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In 2000, 586 children died nationwide, while living in foster care. (Adoption and Foster Care Analysis and Reporting System (AFCARS) FY 2006)

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Family Preservation and Adoption

Critics of family preservation claim that it makes it harder to free children for adoption. Once again, they are wrong.

Not only does family preservation not impede adoption, family preservation can speed the process of terminating parental rights when necessary.

The federal law that effectively abolished the reasonable efforts requirement, the so-called Adoption and Safe Families Act (ASFA), also requires states to seek termination of parental rights for many children in foster care for 15 of the most recent 22 months. Yet in many jurisdictions it can take at least 12 months for a judge to decide if the initial placement was justified in the first place.

Thus, while some children in foster care do indeed need to be adopted, ASFA encourages the indiscriminate adoption of children without regard to whether they could have remained safely in their own, loving homes.

And this influx of new termination cases comes despite increasing evidence that the system can't cope with the thousands of children legally free for adoption right now.

After three years of modest increases in the raw number of annual adoptions, the number has remained stagnant at about 50,000 per year.[1]

This is all states can manage, even though the federal government offers them a huge financial incentive bounties of $4,000 to $8,000 or more for every adoption over the total number of adoptions the year before -- and political and media pressure for adoption is enormous. In contrast, since 1983 the foster care population has more than doubled. And today, there still are only 2,000 fewer children trapped in foster care on any given day than there were when ASFA was passed.[2] The real message from the so-called surge in adoptions is that the problems of foster care can never be solved through adoption alone.

Furthermore, the figures include only finalized adoptions, not the number of cases in which parental rights were terminated, but no adoptive home was found.

In the early 1990s, NCCPR's President, Prof. Martin Guggenheim of New York University Law School, examined two states which expedited termination proceedings. He found that as the number of children freed for adoption soared, the number of actual adoptions increased far more slowly. The result: A generation of legal orphans, who have no ties whatsoever to their birth parents, but aren't being placed for adoption either. Guggenheim found that, contrary to the unsupported rhetoric of critics of family preservation, the one reform taken most seriously since the 1970s has been termination of parental rights.[3]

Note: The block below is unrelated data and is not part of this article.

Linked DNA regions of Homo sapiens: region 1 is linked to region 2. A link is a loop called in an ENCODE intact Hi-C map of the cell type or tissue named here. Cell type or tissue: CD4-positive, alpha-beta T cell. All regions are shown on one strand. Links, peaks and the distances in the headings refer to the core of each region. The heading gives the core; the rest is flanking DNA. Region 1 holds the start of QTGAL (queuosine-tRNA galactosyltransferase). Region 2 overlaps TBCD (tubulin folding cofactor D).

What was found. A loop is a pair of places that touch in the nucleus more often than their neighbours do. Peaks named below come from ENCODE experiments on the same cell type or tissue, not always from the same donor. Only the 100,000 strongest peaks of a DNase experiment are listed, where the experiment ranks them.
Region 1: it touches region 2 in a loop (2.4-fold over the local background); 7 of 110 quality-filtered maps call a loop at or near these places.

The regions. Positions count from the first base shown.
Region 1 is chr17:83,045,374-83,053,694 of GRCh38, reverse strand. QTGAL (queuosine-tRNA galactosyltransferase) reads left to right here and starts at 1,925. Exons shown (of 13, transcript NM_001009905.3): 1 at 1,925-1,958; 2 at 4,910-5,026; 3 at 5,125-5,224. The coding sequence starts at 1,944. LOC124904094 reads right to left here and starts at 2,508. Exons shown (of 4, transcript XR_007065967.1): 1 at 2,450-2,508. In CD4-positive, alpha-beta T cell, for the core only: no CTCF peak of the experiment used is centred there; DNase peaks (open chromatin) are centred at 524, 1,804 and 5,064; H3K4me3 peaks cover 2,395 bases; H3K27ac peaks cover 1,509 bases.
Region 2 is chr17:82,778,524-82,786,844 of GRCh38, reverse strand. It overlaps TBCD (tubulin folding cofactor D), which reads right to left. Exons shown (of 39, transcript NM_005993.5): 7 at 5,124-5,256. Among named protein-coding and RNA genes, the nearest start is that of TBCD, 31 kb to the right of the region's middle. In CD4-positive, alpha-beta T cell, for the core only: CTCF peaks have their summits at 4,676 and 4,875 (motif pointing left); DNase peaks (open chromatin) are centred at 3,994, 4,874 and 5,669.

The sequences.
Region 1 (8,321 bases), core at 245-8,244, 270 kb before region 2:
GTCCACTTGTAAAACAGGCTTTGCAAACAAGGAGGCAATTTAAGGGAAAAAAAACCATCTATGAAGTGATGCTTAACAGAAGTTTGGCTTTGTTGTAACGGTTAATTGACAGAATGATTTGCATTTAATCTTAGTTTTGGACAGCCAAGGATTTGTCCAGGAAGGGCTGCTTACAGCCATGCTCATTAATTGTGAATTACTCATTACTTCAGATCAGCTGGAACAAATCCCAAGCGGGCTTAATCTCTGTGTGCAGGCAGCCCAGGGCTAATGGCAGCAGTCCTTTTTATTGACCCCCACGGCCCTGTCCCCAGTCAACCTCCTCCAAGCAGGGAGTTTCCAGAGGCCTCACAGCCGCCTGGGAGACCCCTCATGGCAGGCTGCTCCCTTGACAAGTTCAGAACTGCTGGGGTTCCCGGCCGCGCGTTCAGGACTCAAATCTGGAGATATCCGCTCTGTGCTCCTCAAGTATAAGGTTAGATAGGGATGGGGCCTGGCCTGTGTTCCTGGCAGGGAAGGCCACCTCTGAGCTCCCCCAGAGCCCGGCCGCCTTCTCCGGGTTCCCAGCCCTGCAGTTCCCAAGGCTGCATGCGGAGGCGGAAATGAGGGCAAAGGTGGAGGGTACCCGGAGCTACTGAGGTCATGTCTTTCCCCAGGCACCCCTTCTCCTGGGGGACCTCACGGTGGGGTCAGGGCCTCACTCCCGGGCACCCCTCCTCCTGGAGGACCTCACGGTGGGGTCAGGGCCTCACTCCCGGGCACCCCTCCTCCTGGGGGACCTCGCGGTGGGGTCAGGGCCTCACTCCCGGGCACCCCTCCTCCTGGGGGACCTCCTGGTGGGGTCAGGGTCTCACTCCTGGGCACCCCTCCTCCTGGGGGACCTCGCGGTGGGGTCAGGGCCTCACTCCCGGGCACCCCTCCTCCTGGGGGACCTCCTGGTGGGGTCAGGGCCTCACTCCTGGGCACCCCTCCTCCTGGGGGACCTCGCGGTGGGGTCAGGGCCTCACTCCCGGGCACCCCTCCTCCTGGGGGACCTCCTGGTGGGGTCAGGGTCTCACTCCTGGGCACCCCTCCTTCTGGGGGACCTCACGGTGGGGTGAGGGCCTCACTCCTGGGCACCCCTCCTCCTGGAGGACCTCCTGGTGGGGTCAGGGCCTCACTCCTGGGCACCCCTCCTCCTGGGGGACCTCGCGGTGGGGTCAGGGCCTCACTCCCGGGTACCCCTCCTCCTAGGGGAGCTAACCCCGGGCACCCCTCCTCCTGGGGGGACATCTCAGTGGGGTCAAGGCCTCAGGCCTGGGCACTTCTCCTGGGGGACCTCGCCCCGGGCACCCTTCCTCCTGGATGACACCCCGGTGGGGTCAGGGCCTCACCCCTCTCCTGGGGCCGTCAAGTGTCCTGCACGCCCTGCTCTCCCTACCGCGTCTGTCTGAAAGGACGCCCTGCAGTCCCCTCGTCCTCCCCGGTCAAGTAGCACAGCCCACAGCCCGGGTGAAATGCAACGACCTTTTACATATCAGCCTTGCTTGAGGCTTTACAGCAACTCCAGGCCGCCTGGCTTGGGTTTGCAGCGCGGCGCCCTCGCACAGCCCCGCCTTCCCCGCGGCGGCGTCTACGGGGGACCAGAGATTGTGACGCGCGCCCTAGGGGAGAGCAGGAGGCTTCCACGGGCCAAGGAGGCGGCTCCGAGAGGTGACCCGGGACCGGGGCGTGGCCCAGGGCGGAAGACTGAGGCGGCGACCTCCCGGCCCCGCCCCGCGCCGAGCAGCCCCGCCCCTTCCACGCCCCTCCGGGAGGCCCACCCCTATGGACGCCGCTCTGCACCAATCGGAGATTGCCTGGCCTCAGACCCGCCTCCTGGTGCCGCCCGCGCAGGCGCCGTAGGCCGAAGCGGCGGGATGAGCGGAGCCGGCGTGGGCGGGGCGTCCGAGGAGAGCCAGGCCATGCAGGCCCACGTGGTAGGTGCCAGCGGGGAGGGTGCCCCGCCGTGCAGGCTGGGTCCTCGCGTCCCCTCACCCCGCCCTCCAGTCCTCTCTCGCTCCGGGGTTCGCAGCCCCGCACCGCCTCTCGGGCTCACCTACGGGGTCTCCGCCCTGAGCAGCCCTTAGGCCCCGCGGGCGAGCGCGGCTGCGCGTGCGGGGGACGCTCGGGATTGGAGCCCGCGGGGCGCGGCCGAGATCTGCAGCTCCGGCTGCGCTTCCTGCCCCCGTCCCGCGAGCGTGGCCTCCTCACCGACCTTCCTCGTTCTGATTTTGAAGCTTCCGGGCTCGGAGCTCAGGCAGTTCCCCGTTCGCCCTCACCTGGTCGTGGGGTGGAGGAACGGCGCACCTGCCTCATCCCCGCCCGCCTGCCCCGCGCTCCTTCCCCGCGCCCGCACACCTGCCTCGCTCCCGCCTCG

Furthermore, although abuse in adoptive homes is rare like abuse in birth parent homes ASFA's encouragement of quick-and-dirty, slipshod placements increases the risk of abuse.

Even Children's Rights, Inc., a group which favors ASFA and has been hostile to family preservation, says "... Congress should realize that far too many states ... when they do, for example, raise their adoption numbers, are doing so by including many clearly inadequate families ... along with the genuinely committed, loving families who want to make a home for these children, just to 'succeed' by boosting their numbers.".[4]

Even if all the children now awaiting adoption could be placed, that doesn't mean the placements will last. Current efforts to plunge headlong into adoption are being undertaken in the absence of any reliable data about how often placements "disrupt" when parents who adopt a child - especially a "special needs" child - change their minds.

But the evidence we do have is alarming. Even before the effects of the new law were felt, it was estimated that 10 to 25 percent of so-called "forever families" don't turn out to be forever after all the adoptive parents change their minds.[5]

That number is only likely to increase as workers feel pressure to cash in on the bounties for adoptive placements handed out under ASFA - bounties which are paid whether the adoption actually lasts or not.